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If a sports team is referred to as "up and coming," that is usually taken as an insult. Most of the time, that's just a polite way of saying that a team sucks.
Not so for the Harvard field hockey team. The Crimson was a youthful squad in 1994, and though it was only 6-9, the players truly believe that an Ivy League power is in the making. Harvard only loses one senior--captain Megan Colligan--from a team that finished fourth in the Ivy League at 3-3.
"We're definitely going to be so good next year," sophomore forward Mary Eileen Duffy said. "It's a huge loss losing Megan Colligan, but she's only one player."
Colligan inherited a team that had a lot of ground to make up. Seven players left from the 1993 squad that finished a disappointing 5-7-3, including co-captain elect Sarah Winters, who quit the team. So many without varsity experience saw extended periods of action, including Duffy, junior Melanie Allen, sophomore Liz Schoyer and freshmen Jen Bowdoin, Eileen Horwath, Sally Romano and Amy DiMarzio.
Some of these new faces turned out to be gems. Horwath and Romano took over the backfield under the watch of Colligan, and Romano turned into an All-Ivy Honorable Mention. Allen and Bowdoin, meanwhile, both tallied three goals, the third-highest output on the team.
Nevertheless, it took a while until the team began to gel. At all. Harvard won its first game, a 2-1 victory over Rhode Island, but dropped contests to UNH, UConn and Providence. The losses were forgivable--all three teams were then ranked in the Top 20, and the Huskies were at No. 3--but in both the Providence and UNH games Harvard held a 1-0 lead at halftime only to lose, 3-1.
Things did not get too much better over the next five games. Harvard beat a pair of unspectacular teams--Springfield and Cornell--before bowing to B.U., 4-2, and Penn, 5-2. Both of the losses were close games until the closing minutes, when the Crimson's opponents broke out with bunches of goals.
These two defeats, however, were nothing compared to the William and Mary debacle. Over the first three-quarters of the game the Crimson couldn't get good shots on the Tribe's net, though it controlled possession of the ball. Then, however, William and Mary scored on a breakaway to go up, 1-0, and would breeze to a 3-0 win. It was a game that Harvard had no business losing, but still did.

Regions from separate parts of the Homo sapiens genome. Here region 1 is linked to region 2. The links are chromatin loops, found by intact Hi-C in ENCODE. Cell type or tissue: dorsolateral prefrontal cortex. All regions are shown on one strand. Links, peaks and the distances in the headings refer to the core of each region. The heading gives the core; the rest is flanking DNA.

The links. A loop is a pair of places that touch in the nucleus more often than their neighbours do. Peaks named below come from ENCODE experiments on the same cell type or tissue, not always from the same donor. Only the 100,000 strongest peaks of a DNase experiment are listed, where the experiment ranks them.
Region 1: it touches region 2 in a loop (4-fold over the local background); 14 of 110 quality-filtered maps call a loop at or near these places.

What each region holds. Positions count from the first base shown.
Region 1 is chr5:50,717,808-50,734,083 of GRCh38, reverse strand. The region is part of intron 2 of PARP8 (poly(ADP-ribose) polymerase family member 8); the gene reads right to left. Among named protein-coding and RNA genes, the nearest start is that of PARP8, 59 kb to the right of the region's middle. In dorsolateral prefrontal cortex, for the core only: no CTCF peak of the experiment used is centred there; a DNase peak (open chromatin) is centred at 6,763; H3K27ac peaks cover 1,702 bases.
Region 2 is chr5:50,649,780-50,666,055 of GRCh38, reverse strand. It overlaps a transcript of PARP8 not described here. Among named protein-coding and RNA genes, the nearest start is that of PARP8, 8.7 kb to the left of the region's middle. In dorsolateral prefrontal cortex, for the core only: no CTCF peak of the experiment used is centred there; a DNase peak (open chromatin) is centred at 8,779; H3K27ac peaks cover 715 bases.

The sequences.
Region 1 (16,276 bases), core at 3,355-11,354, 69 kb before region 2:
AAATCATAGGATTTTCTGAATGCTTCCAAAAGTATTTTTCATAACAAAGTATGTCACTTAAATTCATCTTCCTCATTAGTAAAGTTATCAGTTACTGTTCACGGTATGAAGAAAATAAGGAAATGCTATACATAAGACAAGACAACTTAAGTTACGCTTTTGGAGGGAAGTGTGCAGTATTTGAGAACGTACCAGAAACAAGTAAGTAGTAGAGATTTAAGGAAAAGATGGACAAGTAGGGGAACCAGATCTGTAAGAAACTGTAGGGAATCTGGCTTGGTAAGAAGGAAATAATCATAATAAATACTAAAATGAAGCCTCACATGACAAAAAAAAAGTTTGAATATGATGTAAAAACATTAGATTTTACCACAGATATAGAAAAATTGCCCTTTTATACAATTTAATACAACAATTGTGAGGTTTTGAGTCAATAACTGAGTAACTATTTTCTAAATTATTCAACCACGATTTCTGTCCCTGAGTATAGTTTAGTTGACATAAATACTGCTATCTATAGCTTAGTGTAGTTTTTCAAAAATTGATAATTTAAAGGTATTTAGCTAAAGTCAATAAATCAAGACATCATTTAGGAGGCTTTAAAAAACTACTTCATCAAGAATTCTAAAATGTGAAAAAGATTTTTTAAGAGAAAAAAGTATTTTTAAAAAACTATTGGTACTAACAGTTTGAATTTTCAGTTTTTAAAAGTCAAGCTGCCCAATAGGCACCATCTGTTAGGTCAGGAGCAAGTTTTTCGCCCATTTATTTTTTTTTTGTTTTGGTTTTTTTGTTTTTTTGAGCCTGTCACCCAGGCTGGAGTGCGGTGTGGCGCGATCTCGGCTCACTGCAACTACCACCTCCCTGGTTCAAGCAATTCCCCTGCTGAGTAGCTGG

At this point, the Crimson was 3-6 and things looked bleak. But Harvard beat Yale, 1-0, in its next game, and after losing to B.C. and Princeton upset No. 8 Northeastern--the latter three all teams that went to the 12-team NCAA Tournament.
Against the Huskies, the Crimson held the potent visitor's attack to one goal, but for the first 65 minutes couldn't get any successful attacks. Schoyer, however, broke free of the defense at the four-minute mark to tie the game, and Allen ricocheted the game-winner into the box with not more than four seconds left.
Harvard would then split its last two games of the year, a 4-1 win over Brown, tying the Crimson with the Big Red for fourth in the Ivies and earning the team a split in its last six games.
With that showing, Harvard proved that there might be some talent on this team after all. Five players were awarded with Ivy League honors: Colligan and junior scoring leader Carrie Shumway (five goals, six assists) were first team All-Ivy; junior Maureen O'Brien was on the second team, though hobbled by an ankle injury; and sophomore Courtenay Benedict was an Ivy League Honorable Mention along with Romano.
Thanks to the 1994 season, the roots are in place for an Ivy League power. Whether that actually blooms forth remains to be seen.
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